Walby, K. (2017), "Sex Museums: The Politics and Performance of Display", International Journal of Culture, Tourism and Hospitality Research, Vol. 11 No. 3, pp. 463-464. https://doi.org/10.1108/IJCTHR-03-2017-0036
Emerald Publishing Limited
Copyright © 2017, Emerald Publishing Limited
Museums that depict the history of sex are popular among tourists and gallery-goers. Addressing the rise of such sites across the globe, Sex Museums is fundamentally about the ways that “controversial knowledge” (p. 17) is displayed in museums and gallery spaces. Jennifer Tyburczy’s book should thus appeal to any reader interested in museums, galleries, representations and curation. Sex Museums is also specifically about sex, how sex and sexuality are exhibited, and the often heated “political and social battles about what sex means” (p. 18) that ensue. For this reason, the text should appeal to sex and gender as well as cultural studies scholars.
According to Tyburczy, museums are spaces for display and performance, which involve an intermingling of “bodies and objects” (p. 1). Because of the prominent roles they play in fostering public knowledge and culture, museums have served as an influential site “in the construction of modern sexual subjectivity and the categories of normalcy and perversity” (p. 2). In this sense, as Tyburczy notes, all museums are sex museums (p. 207), insofar as they represent sex and sexuality in explicit or implicit ways. While Sex Museums is broad in scope, ranging from the historical to the contemporary, from the structural to the ethnographic, several chapters do focus on sex museums. Sex museums are of specific concern to the author because these sites serve as spaces for sexual education and entertainment. Tyburczy’s key argument is that museums generally and sex museums specifically have offered monolithic versions of heterosexuality and homosexuality.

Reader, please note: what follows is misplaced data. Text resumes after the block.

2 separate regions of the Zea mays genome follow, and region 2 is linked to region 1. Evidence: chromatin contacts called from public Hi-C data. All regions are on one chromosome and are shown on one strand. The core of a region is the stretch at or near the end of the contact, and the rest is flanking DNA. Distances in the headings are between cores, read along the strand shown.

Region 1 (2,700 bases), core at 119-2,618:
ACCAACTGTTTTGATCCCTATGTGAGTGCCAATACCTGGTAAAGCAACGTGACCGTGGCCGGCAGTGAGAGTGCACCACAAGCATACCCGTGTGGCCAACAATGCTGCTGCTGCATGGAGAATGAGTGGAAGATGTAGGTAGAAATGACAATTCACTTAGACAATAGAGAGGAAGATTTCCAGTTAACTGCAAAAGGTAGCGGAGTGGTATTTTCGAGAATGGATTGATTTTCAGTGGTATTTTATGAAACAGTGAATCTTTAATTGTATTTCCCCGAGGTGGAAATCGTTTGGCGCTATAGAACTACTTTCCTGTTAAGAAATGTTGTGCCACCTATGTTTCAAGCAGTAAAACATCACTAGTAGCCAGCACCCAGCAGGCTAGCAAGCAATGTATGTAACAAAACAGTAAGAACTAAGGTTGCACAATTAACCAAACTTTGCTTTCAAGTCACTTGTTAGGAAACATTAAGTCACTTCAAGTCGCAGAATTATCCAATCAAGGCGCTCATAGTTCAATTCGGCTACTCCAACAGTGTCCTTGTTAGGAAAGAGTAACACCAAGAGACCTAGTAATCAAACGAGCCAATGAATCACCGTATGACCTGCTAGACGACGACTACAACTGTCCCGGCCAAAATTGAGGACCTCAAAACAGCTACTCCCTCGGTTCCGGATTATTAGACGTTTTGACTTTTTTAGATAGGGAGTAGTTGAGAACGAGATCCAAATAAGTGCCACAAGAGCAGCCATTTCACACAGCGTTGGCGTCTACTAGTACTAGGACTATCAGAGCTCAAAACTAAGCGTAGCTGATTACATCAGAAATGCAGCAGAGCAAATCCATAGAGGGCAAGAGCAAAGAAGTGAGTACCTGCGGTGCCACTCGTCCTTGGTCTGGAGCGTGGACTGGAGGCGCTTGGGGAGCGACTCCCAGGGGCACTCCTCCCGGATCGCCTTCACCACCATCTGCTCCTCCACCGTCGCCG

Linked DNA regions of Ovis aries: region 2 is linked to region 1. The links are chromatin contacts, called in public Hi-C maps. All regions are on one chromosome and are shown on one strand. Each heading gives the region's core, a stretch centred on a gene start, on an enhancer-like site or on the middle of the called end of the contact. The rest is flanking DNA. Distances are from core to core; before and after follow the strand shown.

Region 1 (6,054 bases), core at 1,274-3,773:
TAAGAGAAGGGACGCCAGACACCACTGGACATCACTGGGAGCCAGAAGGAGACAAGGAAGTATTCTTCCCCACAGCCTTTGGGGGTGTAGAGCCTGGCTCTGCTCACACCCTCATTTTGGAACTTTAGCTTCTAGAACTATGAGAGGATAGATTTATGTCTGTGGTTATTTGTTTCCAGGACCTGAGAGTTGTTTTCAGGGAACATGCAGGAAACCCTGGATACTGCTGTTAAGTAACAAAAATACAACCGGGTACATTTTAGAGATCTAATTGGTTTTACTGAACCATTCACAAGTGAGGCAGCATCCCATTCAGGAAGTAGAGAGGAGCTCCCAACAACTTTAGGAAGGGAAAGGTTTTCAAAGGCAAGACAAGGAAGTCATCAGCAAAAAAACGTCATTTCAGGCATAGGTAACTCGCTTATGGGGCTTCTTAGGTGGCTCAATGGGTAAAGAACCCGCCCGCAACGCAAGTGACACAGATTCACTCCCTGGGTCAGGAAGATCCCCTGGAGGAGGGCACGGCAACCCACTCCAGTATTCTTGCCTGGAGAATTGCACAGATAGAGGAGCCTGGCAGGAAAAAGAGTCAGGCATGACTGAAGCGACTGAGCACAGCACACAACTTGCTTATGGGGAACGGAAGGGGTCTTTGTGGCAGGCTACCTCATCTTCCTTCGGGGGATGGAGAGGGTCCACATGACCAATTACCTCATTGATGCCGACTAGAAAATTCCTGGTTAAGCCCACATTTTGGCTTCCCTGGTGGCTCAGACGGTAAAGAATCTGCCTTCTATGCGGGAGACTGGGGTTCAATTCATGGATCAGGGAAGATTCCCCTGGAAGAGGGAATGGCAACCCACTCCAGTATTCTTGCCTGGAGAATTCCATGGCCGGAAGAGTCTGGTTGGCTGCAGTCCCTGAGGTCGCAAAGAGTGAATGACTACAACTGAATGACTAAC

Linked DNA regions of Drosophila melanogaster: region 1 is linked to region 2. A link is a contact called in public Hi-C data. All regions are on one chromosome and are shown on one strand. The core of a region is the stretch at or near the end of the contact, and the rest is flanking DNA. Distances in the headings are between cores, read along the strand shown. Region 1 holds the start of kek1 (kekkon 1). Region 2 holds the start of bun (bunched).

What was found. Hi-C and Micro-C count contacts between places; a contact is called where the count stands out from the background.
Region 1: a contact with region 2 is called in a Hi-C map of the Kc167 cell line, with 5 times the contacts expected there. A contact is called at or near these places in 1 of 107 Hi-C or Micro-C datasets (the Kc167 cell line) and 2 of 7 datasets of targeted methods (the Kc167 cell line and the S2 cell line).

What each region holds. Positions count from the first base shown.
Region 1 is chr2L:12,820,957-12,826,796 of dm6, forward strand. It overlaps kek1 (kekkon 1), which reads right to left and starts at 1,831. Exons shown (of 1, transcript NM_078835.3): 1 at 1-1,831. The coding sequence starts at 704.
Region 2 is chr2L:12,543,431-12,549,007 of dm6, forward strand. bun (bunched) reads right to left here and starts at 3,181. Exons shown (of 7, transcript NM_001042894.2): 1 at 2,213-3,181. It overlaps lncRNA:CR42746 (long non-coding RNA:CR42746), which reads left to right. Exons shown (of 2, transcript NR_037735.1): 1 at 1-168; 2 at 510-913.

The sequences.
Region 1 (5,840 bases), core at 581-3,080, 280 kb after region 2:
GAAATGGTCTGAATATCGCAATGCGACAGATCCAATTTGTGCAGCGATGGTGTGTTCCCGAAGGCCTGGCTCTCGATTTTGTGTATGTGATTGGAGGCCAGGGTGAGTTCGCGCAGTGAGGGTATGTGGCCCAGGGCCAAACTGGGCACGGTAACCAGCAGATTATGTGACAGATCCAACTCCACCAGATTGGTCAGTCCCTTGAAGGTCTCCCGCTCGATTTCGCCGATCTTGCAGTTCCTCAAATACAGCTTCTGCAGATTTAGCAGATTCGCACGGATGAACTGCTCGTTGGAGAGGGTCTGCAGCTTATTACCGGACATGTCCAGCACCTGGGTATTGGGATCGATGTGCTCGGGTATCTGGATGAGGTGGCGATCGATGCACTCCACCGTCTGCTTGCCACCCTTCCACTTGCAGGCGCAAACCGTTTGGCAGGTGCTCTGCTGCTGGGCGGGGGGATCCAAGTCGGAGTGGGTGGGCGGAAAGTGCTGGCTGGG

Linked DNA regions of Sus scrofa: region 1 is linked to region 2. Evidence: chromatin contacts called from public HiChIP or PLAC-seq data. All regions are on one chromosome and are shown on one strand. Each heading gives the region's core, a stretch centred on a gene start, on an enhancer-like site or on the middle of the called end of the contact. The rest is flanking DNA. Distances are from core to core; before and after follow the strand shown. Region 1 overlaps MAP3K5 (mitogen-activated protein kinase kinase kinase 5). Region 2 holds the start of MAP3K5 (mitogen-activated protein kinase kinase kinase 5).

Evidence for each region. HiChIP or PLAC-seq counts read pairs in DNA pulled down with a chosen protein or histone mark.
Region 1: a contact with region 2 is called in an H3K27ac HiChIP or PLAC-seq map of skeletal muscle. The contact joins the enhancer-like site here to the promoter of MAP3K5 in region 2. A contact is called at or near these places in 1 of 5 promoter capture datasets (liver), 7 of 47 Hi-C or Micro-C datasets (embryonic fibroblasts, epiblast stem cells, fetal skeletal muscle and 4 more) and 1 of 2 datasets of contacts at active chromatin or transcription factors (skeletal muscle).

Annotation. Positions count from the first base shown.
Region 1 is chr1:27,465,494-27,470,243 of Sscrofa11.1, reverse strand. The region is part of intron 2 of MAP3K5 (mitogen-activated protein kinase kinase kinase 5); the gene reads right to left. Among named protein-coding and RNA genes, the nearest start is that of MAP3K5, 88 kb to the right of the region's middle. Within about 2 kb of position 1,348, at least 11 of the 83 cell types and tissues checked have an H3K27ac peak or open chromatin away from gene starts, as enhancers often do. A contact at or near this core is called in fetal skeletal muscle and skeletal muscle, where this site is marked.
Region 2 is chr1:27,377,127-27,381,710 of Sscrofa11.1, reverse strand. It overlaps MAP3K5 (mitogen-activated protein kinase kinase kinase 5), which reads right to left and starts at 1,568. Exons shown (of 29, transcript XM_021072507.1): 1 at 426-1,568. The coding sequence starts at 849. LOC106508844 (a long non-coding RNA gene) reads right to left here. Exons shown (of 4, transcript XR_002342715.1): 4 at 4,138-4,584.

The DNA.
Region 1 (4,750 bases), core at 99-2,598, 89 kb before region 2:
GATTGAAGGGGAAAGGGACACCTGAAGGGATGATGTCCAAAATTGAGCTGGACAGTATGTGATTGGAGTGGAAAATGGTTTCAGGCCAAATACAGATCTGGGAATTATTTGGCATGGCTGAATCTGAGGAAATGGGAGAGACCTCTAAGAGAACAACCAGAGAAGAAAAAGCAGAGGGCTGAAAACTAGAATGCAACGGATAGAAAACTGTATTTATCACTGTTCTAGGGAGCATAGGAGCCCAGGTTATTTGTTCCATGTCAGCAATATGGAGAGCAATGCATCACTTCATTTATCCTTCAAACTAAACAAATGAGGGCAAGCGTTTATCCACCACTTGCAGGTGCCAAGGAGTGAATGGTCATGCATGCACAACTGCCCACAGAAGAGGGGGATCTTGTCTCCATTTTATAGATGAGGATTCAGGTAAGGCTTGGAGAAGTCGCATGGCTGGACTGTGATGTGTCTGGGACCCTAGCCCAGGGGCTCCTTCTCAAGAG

Drawing from a range of conceptual influences including the work of Michel Foucault, Tony Bennett, as well as museum theory, critical race theory, performativity theory and cultural studies, Tyburczy claims museums have not been sufficiently queer or disruptive of understandings of sex and sexuality. Tyburczy conducted fieldwork at the LA&M in Chicago, the Museum of Sex in New York, the World Erotic Art Museum in Miami Beach, El Museo del Sexo in Mexico City and others. Tyburczy also draws from archival data collected regarding many exhibitions of sexual display.
The first chapter begins with the life and times of Gustave Courbet’s L’origine du monde, as well as artistic and philosophical interpretations of it throughout the twentieth and twenty-first centuries. Tyburczy uses the ideas of hard-core collecting and erotic exhibitionism to refer to the fixation on aspects of women’s anatomy in art. Chapter 2 examines the racialized, stereotypical display of the “Hottentot Venus” and continuities between “freak shows” and scientific laboratories. The chapter also examines responses to Henri Matisse’s nude paintings (p. 81), and Nazi exhibitions of so-called degenerate art. Chapter 2 ends with a focus on violence, sex and art, including vandalism against representations of sex such as the axe attack on Andre Serrano’s A History of Sex. The main point of this chapter is to analyze the ways curators and artists in colonial, imperial and totalitarian settings have mobilized ideas pertaining to perversity through exhibitions and art, and the consequences thereof.